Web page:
"Look at Liz here, Hannah. This is how you need to remember her. Keep this photo with you and every time you see that image of Liz tonight, look at this one. Okay?"

"Okay." Hannah tried to smile but her lips felt dry and taut.

"Oh I nearly forgot – I brought you these." He handed her a small pharmaceutical bottle. "It's a sedative to help you relax and sleep."

Hannah took it and rolled the bottle in her hand.

James looked ill-at-ease, his professional "bedside manner" had deserted him.

"Can I get you anything?"

Hannah shook her head. Her mouth tasted distinctly unpleasant. She could smell vomit. She must have spashed herself earlier. Her hair smelled strange as though it had absorbed all the evil that had been in that room. She hadn't eaten since lunchtime and her stomach was gripped in an acidic battle. But the thought of food made her heave.

"I think I'll just have a shower and then go to bed. Thank so much for being here James. I don't know ..." Tears dripped down her face and she sniffed.

"Would you like me to stay? Just until you've got yourself into bed?"

"No really –" Hannah looked down at her hands so he wouldn't see the anguish and longing in her eyes. "You just get home now. You must be exhausted."

"Never too tired for a friend." He smiled and looked around in a way Hannah couldn't fathom, then hugged her. It felt so good to be in the safety of his arms. He pulled away.

"Take care and ring me if you need anything. Anything, okay?"

Hannah nodded. She saw him to the door and double locked it before making for the bathroom. She stripped off her clothes and stood under the shower giving vent to her grief until eventually she felt clean enough to go to bed.

"So Sergeant, enlighten me if you will, why did you interview a witness to a horrific murder, in situ, when she was obviously distressed and maybe needing medical attention?"

Mike Benton ran a finger under the collar of his shirt. At that moment he positively hated DI Claudia Turner. Immaculate as ever. She always appeared well groomed and fresh whatever the time of day or night. Now, she looked as though she wanted to have him roasted alive.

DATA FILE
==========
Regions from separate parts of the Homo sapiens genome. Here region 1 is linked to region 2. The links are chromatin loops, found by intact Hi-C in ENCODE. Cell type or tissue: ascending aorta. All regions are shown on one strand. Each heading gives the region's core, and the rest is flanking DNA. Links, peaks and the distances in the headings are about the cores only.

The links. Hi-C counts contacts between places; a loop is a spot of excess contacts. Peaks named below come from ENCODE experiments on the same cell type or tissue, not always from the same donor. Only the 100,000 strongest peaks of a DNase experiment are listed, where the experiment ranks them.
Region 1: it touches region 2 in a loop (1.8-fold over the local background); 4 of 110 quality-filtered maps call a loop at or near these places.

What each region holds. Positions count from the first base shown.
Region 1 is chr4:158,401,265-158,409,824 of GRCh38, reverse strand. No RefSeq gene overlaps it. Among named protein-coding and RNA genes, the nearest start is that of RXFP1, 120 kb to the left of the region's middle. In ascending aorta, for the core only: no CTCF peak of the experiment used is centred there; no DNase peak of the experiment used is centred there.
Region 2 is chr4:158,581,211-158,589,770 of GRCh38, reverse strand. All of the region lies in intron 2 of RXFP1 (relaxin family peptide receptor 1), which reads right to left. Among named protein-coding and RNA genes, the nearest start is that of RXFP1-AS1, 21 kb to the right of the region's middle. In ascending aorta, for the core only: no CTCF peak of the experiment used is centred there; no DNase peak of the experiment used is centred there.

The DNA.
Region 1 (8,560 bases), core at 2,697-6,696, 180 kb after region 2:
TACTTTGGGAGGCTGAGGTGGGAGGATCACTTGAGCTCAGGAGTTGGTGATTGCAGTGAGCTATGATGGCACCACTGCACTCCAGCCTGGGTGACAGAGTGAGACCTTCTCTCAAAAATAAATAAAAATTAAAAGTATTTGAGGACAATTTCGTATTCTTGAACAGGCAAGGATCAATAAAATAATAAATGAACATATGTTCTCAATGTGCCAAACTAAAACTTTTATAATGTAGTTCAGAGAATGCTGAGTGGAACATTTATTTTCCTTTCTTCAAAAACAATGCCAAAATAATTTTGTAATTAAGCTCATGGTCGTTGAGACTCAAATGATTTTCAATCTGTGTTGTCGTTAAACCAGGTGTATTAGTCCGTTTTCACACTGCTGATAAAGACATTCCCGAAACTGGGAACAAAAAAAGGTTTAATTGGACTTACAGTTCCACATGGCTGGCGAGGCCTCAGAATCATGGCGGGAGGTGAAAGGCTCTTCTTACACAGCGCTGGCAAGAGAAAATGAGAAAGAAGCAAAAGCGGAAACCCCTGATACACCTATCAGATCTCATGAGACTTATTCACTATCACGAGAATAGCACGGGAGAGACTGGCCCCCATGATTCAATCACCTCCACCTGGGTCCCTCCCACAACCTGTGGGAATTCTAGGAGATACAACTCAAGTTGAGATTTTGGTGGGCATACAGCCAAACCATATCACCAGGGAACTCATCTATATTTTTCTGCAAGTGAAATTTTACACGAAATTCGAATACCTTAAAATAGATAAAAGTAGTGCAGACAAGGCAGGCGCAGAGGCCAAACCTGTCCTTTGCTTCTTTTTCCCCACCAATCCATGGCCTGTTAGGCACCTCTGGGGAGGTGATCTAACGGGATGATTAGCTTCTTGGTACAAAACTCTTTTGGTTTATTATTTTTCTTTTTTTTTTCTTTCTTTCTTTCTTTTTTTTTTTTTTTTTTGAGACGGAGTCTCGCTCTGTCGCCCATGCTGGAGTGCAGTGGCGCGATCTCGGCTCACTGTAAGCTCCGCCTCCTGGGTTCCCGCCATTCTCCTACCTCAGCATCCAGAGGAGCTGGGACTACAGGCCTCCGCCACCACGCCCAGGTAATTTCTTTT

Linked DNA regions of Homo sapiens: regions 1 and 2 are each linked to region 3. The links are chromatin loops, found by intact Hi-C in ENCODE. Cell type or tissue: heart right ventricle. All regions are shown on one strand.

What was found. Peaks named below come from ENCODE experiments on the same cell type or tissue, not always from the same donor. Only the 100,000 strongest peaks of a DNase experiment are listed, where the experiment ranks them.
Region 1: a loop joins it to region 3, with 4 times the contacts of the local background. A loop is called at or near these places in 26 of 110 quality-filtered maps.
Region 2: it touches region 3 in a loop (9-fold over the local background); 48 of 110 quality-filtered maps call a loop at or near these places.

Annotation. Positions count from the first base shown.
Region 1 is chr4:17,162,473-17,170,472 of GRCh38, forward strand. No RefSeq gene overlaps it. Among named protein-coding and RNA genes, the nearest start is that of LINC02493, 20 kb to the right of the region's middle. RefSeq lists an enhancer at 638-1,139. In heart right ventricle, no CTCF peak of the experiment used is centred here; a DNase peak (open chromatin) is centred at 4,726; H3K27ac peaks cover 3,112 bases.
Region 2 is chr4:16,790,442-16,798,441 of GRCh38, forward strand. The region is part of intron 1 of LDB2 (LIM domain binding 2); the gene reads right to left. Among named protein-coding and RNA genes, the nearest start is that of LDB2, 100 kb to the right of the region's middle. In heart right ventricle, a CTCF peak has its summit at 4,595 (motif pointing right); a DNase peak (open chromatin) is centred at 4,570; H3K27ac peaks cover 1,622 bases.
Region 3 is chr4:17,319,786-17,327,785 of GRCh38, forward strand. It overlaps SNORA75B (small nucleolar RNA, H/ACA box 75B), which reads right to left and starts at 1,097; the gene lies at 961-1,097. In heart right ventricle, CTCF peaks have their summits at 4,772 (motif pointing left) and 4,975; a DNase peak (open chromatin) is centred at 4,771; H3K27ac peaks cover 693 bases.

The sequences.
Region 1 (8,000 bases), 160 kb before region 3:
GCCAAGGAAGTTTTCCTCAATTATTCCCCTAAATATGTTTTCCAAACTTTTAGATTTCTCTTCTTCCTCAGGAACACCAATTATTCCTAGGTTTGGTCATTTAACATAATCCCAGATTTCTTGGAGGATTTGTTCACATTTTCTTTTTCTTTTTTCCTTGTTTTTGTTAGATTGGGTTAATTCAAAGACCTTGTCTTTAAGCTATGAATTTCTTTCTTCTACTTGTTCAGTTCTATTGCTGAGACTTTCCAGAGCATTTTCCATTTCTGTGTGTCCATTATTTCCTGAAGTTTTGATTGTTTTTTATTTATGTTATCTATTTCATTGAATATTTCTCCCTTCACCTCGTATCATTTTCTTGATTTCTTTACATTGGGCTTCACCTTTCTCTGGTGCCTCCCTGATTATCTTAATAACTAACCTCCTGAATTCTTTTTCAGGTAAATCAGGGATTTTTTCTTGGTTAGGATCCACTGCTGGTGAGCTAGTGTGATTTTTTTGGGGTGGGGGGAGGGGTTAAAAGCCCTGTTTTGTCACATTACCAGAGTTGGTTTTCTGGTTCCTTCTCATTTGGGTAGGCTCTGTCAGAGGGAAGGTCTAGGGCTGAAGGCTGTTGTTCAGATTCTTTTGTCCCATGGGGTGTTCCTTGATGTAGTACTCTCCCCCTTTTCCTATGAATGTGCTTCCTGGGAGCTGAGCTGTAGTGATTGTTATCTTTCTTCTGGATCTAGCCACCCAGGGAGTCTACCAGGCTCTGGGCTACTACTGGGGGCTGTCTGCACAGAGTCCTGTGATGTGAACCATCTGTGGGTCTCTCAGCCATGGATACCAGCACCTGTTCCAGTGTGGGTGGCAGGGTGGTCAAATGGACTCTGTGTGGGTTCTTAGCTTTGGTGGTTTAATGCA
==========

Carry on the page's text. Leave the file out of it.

"Did she need a medic?"

"She was throwing up in front of you. Don't you ever think?" Turner glanced out of the window. The London nightscape of light and darkness. She sighed thinking about the call she'd taken from Tom Jordan – voice full of concern and underneath something she might have described as fear if she hadn't known better.

"Hannah Weybridge is a journalist on The News."

Benton felt his stomach contract. Shit! "Guv, I'm sorry ... I just thought ..."

"You just didn't think, that's your trouble." She looked down at a sheet of paper on her desk. Her next words threw him. "What's happening to you Mike? Don't answer –" she added as he did a fair impression of a goldfish. "Go home. Eat. Sleep. And be ready to make an early start tomorrow."

Sergeant Benton scapped his chair back and noticed the DI wince. "Sorry Guv. Night."

DI Turner nodded and drummed her fingernails on the desk. So who are you really, Hannah Weybridge? She had run a check and come up with a security block. And what was Tom Jordan's connection with her?

Hannah woke at two in the morning. For a moment she was lost in her dream, trying to snatch back the feeling of peace. It was no good. She saw Liz's lifeless body. Was there something about her that was attracting death? Violent death? After everything that had happened with Caroline and that vile Lacon man, she was beginning to think she was cursed.

She turned the pillow over and pulled the duvet up over her face, muffling her sobs, but the horror of the evening before hovered over her. Menacingly. She was chilled to the core of her being. Sleep was elusive. She got up, wrapped herself in a heavy dressing-gown and tip-toed into Elizabeth's room.

From the glow of the nightlight she made out her daughter's beautiful face, eyes tightly closed, lashes caressing her chubby cheeks. Sleeping soundly she looked angelic. Hannah remembered her father's words when Elizabeth was born.

"You feel like no one else in the world could possibly love their child as much as you do, don't you?" That was exactly it. And he had felt it too. With her. She had felt blessed and cherished.


Excerpted from Death's Silent Judgement by Anne Coates. Copyright © 2017 Anne Coates. Excerpted by permission of Urbane Publications Ltd.
All rights reserved. No part of this excerpt may be reproduced or reprinted without permission in writing from the publisher.